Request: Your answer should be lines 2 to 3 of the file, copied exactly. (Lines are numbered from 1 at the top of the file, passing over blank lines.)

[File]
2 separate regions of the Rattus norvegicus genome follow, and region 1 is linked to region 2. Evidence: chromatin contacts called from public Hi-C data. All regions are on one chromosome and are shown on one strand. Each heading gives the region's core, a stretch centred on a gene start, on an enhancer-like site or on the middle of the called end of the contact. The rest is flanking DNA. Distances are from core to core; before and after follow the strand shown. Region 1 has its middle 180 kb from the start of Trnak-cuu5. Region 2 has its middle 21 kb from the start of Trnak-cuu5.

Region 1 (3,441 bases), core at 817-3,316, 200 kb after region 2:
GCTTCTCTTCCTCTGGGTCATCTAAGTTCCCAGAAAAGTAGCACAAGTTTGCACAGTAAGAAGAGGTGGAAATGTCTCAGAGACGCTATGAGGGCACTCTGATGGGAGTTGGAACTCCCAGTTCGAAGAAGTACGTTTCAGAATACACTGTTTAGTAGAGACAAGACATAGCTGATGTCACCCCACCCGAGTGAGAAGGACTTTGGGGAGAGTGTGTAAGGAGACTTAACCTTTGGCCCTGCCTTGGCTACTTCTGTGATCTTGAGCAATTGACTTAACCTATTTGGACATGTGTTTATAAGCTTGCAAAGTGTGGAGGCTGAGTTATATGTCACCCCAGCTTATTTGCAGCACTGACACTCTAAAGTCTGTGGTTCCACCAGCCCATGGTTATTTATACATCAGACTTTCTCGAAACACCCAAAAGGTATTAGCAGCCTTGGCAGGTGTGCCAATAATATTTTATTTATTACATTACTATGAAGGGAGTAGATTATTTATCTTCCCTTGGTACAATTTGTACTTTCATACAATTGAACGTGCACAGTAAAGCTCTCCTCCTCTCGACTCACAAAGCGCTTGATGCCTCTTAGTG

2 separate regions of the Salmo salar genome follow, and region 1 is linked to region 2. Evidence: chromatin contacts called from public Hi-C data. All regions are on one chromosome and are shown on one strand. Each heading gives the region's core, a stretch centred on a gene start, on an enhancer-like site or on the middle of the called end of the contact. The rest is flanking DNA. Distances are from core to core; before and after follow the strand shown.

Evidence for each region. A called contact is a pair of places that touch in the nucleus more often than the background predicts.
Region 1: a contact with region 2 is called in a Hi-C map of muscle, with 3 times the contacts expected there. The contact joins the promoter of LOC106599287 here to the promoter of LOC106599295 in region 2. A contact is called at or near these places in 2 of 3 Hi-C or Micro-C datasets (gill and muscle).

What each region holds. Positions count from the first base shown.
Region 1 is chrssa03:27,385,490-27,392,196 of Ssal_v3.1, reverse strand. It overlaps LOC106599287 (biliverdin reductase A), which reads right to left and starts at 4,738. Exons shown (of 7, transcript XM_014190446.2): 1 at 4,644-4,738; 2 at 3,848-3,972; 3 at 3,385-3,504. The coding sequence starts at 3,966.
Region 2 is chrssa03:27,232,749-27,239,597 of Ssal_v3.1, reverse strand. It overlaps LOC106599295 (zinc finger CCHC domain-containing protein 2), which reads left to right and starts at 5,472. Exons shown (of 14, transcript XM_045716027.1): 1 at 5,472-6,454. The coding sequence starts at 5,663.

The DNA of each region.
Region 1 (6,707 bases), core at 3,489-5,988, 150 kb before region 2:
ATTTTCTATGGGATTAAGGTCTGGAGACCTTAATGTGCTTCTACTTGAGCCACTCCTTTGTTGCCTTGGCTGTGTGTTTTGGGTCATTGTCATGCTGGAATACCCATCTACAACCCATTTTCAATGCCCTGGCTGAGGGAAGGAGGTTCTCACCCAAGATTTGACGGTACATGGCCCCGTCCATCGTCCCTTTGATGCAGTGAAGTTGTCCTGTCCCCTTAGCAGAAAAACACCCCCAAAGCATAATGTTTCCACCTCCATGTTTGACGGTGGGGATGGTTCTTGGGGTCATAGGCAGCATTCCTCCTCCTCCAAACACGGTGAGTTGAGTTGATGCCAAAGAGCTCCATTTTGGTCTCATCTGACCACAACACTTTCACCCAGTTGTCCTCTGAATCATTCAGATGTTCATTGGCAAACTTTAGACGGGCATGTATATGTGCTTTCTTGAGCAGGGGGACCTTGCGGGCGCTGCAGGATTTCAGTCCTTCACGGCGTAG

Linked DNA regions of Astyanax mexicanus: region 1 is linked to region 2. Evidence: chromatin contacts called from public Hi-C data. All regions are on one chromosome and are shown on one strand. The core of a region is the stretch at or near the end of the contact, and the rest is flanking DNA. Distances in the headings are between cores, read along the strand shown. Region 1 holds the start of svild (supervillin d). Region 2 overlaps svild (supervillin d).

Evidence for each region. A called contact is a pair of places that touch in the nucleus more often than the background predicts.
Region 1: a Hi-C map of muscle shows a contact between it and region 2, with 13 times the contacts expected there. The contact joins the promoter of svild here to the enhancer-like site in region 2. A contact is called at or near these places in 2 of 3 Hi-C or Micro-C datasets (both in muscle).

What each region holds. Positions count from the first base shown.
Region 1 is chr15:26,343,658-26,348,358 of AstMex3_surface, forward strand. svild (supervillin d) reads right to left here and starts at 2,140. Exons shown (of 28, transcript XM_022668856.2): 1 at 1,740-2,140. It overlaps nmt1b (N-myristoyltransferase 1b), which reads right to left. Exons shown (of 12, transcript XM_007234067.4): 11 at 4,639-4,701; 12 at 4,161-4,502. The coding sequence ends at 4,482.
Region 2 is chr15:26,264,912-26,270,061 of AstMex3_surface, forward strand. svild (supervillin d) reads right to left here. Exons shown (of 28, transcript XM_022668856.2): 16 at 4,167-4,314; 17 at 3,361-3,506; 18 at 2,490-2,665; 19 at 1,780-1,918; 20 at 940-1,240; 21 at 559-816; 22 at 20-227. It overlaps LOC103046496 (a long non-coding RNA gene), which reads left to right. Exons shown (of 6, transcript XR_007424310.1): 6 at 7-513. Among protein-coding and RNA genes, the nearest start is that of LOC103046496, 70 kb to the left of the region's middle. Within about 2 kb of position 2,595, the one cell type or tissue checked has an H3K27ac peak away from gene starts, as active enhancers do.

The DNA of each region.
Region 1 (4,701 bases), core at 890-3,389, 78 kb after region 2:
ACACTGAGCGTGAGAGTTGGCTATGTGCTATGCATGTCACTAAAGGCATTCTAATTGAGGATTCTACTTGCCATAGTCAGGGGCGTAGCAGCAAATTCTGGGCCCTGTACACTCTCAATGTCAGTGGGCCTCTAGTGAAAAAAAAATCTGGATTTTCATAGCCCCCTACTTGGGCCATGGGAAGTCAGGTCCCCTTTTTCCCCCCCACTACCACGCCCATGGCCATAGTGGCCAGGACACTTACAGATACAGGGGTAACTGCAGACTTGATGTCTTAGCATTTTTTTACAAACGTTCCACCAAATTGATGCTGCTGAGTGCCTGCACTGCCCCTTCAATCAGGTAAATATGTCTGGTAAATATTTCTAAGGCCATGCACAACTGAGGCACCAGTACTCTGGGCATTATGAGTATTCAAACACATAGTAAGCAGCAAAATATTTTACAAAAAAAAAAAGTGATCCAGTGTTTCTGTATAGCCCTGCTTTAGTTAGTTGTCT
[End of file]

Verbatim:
Region 1 (3,441 bases), core at 817-3,316, 200 kb after region 2:
GCTTCTCTTCCTCTGGGTCATCTAAGTTCCCAGAAAAGTAGCACAAGTTTGCACAGTAAGAAGAGGTGGAAATGTCTCAGAGACGCTATGAGGGCACTCTGATGGGAGTTGGAACTCCCAGTTCGAAGAAGTACGTTTCAGAATACACTGTTTAGTAGAGACAAGACATAGCTGATGTCACCCCACCCGAGTGAGAAGGACTTTGGGGAGAGTGTGTAAGGAGACTTAACCTTTGGCCCTGCCTTGGCTACTTCTGTGATCTTGAGCAATTGACTTAACCTATTTGGACATGTGTTTATAAGCTTGCAAAGTGTGGAGGCTGAGTTATATGTCACCCCAGCTTATTTGCAGCACTGACACTCTAAAGTCTGTGGTTCCACCAGCCCATGGTTATTTATACATCAGACTTTCTCGAAACACCCAAAAGGTATTAGCAGCCTTGGCAGGTGTGCCAATAATATTTTATTTATTACATTACTATGAAGGGAGTAGATTATTTATCTTCCCTTGGTACAATTTGTACTTTCATACAATTGAACGTGCACAGTAAAGCTCTCCTCCTCTCGACTCACAAAGCGCTTGATGCCTCTTAGTG